Also, dictionaries and grammar references are relatively new things, compared to invention of language, or even the invention of writing. That's why if you look at the letters by, say, the American founding fathers, everyone spells words slightly differently from each other - at the time, without dictionaries, they just spelled things phonetically unless they had some foreign style they were trying to puff up the text with.

The reason "strategery" won't become "canonical" isn't that it is useless, but because people only say it now to make fun of Bush and in a few more years no one will remember the joke and it will drop. However, if 99% of English speakers started using the word instead of "strategy," then eventually it would become right. That's how languages work.
Nissyen wrote:If we fill up the language with enough dumb screw-ups, maybe eventually we'll all be having a really hard time talking to one another and making ourselves understood.
So why don't they become nonsense over time? Why is English able to convey meaning now after a thousand years of evolution, to the point where Chaucer would think we all sound like little children making mistake after mistake? Wouldn't he think that our language is so filled with "dumb screw-ups," as you put it, that we cannot communicate? Because people don't tolerate language that makes no sense - they invent new grammar virtually automatically to distinguish shades of meaning when things get too fuzzy. Our language is full of "dumb screw-ups" compared to Shakespeare's or Chaucer's understanding of the language, or even Jefferson's(*), or Twain's - but we still understand each other (Twain, to his credit, recognized and celebrated this kind of thing). Read about how creole languages evolve - it is fascinating and amazing, really, how strongly and quickly the language instinct makes new rules.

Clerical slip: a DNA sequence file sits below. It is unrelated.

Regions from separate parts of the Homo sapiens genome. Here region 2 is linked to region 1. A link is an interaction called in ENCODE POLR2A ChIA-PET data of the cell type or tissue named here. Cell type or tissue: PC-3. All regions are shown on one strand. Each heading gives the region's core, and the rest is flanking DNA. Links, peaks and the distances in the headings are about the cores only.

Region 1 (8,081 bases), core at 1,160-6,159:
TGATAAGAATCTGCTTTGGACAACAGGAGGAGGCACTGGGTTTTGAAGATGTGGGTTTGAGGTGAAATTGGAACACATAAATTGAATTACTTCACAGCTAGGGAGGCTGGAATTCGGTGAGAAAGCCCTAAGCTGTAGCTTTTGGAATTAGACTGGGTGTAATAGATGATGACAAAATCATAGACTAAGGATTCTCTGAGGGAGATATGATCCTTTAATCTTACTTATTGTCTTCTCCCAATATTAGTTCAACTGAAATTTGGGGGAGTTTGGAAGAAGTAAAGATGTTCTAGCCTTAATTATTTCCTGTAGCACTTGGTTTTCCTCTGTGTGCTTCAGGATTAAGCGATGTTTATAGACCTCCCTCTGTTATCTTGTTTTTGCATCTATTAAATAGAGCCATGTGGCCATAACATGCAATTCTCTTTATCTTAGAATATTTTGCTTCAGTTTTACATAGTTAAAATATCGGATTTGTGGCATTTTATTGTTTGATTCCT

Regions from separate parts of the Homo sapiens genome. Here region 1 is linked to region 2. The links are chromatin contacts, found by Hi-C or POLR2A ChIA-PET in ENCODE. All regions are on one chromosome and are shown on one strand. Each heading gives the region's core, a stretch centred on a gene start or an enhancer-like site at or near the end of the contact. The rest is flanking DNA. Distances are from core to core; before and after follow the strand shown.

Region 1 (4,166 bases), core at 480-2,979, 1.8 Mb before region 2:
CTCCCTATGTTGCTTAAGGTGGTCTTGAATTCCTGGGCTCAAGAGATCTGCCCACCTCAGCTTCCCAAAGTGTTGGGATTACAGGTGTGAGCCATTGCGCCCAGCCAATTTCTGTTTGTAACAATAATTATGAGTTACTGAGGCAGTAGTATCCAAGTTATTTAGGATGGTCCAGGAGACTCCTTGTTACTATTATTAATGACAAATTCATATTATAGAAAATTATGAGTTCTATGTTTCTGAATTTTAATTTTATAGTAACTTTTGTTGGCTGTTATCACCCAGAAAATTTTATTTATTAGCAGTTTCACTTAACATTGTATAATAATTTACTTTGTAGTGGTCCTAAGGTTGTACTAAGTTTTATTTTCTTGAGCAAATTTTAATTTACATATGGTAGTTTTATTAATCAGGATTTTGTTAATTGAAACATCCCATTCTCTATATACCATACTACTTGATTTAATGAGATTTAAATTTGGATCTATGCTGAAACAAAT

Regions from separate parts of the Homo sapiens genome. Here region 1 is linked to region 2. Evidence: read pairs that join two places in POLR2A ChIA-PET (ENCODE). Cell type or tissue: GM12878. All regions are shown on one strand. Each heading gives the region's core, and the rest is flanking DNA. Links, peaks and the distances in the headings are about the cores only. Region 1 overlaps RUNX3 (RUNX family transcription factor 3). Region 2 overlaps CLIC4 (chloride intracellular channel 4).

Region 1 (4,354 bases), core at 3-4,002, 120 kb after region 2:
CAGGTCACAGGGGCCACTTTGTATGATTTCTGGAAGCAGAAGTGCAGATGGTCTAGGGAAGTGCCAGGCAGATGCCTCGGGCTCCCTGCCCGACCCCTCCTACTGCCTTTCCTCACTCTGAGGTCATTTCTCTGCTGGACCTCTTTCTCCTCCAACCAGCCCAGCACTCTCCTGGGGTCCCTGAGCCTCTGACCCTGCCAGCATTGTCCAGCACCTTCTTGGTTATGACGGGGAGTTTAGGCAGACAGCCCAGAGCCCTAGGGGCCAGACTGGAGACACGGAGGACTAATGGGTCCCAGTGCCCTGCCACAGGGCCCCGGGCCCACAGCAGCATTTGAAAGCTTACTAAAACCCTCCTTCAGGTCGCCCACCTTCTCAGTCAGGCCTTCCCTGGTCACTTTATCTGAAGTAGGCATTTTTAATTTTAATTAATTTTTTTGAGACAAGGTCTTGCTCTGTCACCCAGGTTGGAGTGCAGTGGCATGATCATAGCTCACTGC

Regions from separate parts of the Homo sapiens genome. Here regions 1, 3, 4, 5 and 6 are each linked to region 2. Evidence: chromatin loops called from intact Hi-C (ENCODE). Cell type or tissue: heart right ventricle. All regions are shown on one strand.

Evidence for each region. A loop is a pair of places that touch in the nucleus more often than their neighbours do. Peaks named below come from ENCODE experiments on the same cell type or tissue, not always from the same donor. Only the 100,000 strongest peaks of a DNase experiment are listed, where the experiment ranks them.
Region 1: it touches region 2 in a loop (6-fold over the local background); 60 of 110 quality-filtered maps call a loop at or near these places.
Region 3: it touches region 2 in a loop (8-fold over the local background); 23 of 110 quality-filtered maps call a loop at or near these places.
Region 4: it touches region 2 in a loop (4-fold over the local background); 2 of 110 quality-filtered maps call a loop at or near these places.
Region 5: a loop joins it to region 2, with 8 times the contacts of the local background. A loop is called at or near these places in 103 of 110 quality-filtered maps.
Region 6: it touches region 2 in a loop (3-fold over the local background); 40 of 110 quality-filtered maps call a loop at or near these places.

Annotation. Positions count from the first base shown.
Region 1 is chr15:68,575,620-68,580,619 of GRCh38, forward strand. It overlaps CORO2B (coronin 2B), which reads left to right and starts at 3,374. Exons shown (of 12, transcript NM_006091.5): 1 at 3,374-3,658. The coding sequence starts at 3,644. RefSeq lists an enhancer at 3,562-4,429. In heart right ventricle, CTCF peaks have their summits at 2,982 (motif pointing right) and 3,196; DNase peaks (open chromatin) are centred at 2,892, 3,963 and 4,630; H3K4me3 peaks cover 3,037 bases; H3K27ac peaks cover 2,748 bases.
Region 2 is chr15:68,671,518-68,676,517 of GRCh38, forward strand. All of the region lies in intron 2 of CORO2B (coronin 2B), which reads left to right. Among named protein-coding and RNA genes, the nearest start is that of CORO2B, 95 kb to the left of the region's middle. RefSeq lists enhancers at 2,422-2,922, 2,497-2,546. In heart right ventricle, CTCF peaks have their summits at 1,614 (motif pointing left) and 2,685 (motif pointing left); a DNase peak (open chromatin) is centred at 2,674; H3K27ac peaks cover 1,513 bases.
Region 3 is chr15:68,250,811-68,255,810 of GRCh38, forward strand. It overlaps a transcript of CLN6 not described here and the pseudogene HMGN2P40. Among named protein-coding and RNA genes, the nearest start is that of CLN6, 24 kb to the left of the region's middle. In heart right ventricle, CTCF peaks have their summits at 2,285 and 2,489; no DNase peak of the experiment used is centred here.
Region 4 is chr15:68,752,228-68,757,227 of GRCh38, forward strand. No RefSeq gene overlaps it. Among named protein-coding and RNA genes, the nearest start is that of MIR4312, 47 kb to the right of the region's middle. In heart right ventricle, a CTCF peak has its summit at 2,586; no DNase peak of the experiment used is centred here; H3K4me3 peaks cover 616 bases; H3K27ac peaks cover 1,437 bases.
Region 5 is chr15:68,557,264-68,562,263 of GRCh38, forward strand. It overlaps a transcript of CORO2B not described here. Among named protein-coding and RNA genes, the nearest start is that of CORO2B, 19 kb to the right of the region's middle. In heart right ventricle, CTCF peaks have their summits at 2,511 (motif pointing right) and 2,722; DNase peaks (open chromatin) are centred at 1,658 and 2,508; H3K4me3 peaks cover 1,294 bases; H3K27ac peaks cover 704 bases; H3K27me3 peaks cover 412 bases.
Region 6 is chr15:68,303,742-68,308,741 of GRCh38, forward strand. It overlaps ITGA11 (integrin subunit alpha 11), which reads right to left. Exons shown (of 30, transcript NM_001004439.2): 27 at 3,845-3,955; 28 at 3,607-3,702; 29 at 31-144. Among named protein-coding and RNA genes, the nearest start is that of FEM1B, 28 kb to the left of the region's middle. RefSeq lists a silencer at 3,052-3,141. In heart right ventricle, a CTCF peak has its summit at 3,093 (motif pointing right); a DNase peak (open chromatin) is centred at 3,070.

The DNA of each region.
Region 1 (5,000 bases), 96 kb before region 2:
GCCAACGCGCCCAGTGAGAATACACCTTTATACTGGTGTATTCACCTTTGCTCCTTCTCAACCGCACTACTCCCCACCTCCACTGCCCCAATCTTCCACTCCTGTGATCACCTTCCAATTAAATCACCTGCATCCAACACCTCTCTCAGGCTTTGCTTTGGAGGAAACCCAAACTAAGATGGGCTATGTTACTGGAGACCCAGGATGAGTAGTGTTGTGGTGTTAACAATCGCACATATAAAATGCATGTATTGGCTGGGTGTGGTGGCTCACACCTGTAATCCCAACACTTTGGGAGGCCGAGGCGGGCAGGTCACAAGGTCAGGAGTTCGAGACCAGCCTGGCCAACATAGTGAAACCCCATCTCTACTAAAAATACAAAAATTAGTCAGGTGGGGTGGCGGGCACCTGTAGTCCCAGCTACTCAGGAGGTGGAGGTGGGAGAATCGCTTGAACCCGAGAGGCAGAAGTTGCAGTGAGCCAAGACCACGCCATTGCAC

"Dumb screw-up" is, itself, a dumb screw-up - and would have been decried as a sign of your illiteracy a hundred years ago (or even 50 years ago if you weren't in America - dumb in the sense of "stupid" took time to migrate back to England). People wrote books in the 60s (and probably before that, too) about how children were all growing up unable to read and speak correctly - using many of the phrases and meanings that you and I consider normal as examples of how wrong English was becoming.

Incidentally, run, do not walk, to the bookstore or Amazon and get The Language Instinct by Stephen Pinker, Words and Rules also by Pinker, and The Mother Tongue - English and How it Got That Way by Bill Bryson. You will not regret reading those books if language interests you at all.

(*) You ever wonder about the oft-quoted-as-missing Constitutional Right to Privacy? At the time, talking about "privacy" was a euphemism for talking about things you do in the restroom. It simply Would Not Do to mention such a subject in an important work like the Constitution. They honestly thought the Search And Seizure clauses addressed specifically the rights that we would now consider "rights of privacy" - leave it to modern "Constitutional Originalists" to decide that because they didn't use the word "privacy" they obviously didn't mean to protect "privacy" by insisting the government couldn't look at your documents without cause (the problem being these "Originalists" interpret phone calls and emails as being different from documents. Le sigh.)